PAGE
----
December 27, 2013 § 2 Comments
The Yomiuri Shimbun has published an account of the events leading up Prime Minister Abe Shinzo’s visit to Yasukuni Shrine two days ago. If the timeline and the quotations in the story are accurate — and there is no reason to doubt that they are — a picture emerges of a ruthless Abe, unbound by courtesy or caution in his dealings with his most prominent political allies.
Here is the snippet on Abe’s call to Yamaguchi Natsuo, the leader of the party whose House of Councillors votes Abe relies upon to guarantee the passage of legislation:
“I’ll visit the shrine at my own discretion,” Abe told Natsuo Yamaguchi, leader of New Komeito, the junior coalition partner of his Liberal Democratic Party, over the phone at about 11 a.m. on Thursday, about 30 minutes before he headed to the shrine.
“I cannot support that,” Yamaguchi told Abe.
“I didn’t think you’d agree with me,” Abe said before hanging up the phone.
Abe also informed LDP Secretary General Shigeru Ishiba of his intention to visit the shrine in the same morning.
What the Yomiuri narrative fails to clarify is that Yamaguchi and Ishiba already knew Abe was on his way to Yasukuni before the PM made his courtesy calls. Major news outlets began publishing and airing alerts regarding the Abe visit 30 minutes prior to Abe’s 11 a.m. call to Yamaguchi. Ishiba found out about the visit from the reporters covering him, when they all started shouting at him, “What is your opinion of the prime minister visiting Yasukuni?” An exasperated Ishiba replied, “Why are you all asking me my opinion of a Yasukuni visit?” The reporters shouted back, “Because it has been announced!” Ishiba, trying to appear nonchalant, turned and walked away, repeating the news to himself, “Oh, it’s been announced. Hmmmm.” read more
It’s one which I think, actually, came in with Milton Friedman. I used to read about it, I used to look about – it’s not a doctrine, it’s a theory to which I’ve never subscribed
April 9, 2013 § Leave a comment
In a series of stunning decisions starting on 7 March 2013, Japanese High Courts have turned the tables on the Abe government. Out of 16 cases filed, the courts have ruled the expected way only twice. Fourteen cases ended with the justices determining the election to have been unconstitutional, without question or qualification. In a post-war first, two courts ruled the election districts unconstitutional and invalidated the results.
Even more surprising were the justices’ arguments. The key point was not a violation of the ‘2.0’ standard; indeed, the decisions invalidating election results came in areas where this was not a problem. The key consideration for the justices was the contempt shown by the legislative branch for the judicial branch. Justice Junko Ikadatsu, who handed down the first of the historic decisions to invalidate an election result, said that by taking more than 18 months to even consider redrawing electoral boundaries, the legislature could not be said to have fulfilled its constitutional role. Justices of the Tokyo and Sapporo High Courts condemned the +0/-5 solution as being not at all what the Supreme Court had demanded.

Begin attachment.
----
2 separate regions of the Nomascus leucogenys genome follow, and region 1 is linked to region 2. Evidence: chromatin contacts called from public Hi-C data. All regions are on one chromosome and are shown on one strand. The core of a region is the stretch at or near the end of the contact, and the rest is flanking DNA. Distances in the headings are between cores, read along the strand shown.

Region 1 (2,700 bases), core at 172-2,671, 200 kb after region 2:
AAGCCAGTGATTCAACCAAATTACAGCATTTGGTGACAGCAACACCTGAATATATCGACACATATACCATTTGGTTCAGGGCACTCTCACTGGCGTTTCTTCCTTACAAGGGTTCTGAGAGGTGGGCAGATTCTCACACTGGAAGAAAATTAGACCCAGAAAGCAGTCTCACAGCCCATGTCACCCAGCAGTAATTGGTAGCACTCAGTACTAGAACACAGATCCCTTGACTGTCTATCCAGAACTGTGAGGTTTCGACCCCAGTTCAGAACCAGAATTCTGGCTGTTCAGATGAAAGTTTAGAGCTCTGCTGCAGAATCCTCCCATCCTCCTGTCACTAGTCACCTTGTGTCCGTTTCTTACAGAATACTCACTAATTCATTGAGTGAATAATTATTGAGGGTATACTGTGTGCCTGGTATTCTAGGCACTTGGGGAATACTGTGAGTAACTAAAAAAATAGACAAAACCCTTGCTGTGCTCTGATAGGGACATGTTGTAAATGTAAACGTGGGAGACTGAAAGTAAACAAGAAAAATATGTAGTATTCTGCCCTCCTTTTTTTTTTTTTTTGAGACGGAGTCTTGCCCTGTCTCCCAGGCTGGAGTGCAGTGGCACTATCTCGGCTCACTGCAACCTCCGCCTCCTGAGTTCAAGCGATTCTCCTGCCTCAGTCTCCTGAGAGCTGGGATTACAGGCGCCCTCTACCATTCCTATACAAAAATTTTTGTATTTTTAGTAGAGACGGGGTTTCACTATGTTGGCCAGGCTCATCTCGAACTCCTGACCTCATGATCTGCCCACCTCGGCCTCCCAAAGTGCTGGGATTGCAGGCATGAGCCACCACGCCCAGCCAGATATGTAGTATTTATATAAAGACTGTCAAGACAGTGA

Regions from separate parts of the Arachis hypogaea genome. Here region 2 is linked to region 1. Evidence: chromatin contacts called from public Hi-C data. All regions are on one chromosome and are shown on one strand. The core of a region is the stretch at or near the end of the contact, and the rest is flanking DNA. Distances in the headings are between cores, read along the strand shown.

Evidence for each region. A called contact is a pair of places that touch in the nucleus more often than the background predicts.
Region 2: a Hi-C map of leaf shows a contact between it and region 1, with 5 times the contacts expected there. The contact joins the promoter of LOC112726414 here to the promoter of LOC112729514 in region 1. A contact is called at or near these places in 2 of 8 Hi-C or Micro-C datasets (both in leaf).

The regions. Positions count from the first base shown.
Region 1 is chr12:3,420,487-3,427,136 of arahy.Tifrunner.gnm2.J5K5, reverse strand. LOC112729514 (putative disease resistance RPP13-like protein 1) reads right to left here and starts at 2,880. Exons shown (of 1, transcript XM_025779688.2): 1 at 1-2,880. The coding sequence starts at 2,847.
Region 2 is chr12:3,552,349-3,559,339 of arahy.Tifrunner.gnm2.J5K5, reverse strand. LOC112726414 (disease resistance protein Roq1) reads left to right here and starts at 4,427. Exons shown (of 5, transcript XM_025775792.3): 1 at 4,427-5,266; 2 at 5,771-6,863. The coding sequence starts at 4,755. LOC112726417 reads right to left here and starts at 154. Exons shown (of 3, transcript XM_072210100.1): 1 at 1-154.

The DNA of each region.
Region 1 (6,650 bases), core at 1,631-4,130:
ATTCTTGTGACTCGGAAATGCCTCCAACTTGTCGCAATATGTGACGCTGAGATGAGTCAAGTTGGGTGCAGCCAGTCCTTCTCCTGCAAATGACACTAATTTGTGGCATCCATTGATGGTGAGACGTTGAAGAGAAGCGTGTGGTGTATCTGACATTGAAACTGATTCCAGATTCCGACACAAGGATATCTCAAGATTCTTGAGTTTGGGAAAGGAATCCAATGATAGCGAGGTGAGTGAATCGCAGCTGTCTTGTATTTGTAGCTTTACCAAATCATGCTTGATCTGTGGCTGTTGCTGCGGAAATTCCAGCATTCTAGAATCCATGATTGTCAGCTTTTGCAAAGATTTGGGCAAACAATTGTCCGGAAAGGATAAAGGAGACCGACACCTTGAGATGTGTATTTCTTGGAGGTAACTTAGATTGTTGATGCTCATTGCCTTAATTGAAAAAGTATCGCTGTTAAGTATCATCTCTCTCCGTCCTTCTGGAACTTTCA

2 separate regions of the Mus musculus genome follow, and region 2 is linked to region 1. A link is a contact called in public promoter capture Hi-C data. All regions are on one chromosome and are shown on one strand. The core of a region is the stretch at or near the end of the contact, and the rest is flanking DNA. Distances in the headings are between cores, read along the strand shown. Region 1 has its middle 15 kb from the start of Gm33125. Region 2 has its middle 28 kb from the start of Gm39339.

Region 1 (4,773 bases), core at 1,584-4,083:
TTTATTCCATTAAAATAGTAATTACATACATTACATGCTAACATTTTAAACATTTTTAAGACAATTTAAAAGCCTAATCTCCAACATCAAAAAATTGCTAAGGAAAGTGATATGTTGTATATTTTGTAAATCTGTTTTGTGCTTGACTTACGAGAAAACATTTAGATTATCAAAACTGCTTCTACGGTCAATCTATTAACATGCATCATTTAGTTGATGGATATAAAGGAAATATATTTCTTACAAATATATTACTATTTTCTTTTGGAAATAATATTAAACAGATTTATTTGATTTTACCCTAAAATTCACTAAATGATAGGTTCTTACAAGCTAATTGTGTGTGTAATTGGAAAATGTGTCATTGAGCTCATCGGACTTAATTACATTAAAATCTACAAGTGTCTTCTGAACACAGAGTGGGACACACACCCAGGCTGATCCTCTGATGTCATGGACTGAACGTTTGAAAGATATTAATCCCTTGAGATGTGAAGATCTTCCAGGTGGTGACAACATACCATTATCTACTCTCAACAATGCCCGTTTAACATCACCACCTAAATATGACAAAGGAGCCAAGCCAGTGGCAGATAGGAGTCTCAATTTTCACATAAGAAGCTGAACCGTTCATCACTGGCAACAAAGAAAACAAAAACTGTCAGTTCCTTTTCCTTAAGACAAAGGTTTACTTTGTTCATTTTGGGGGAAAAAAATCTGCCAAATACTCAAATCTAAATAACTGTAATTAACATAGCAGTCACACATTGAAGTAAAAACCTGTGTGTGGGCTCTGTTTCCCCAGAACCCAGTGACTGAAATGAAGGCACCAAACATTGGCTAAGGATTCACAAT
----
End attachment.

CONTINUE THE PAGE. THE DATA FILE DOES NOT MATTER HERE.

The Supreme Court, which will take all the cases on appeal, is not expected to hand down its decision before the upcoming House of Councillors election. This means that in strict legal terms the Abe government can claim legitimacy from its victory in the tainted 2012 election and its projected landslide in the 2013 election. However, a penumbra of illegitimacy will descend over the Abe government once the Supreme Court finds the 2012 election unconstitutional. While previously unthinkable, such an outcome seems almost guaranteed given the preponderance of High Court decisions finding the election results unconstitutional (14 out of 16) and the Supreme Court’s own warnings in 2011. read more
FILM: Bea Fremderman
According to the most up-to-date investigations, the unconscious is a sort of cognitive ghetto – a home for homeless thoughts. Alas, many thoughts are now homesick
December 3, 2012 § Leave a comment
If the current public opinion polls hold up, and the Democratic Party of Japan suffers losses commensurate with its betrayal of the high hopes the voters had had for the party when they voted it into power in 2009, leaving the Liberal Democratic Party and the Japan Restoration Association as the top vote winners, then we are all in big trouble.
How do we know this?
The leaders of the eleven parties held a joint press conference yesterday at the National Press Club. The hosts had the party leaders write down, with felt-tip pens on giant stiff paper flip cards, the main theme(s) of their campaigns.
For those not familiar with this business of writing down slogans or mottoes, the request would probably seem a tad odd. The practice is quite common, however. A major sports figure can hardly get out of a one-on-one, sit down interview without being handed a white square of stiff paper and a felt tip pen.
Given the place of this little ritual in public life, the variation in the performance of the eleven was stunning. The majority of the leaders proved incapable of writing down a few legible characters in a white rectangle. read more
STILL: Harry Lachman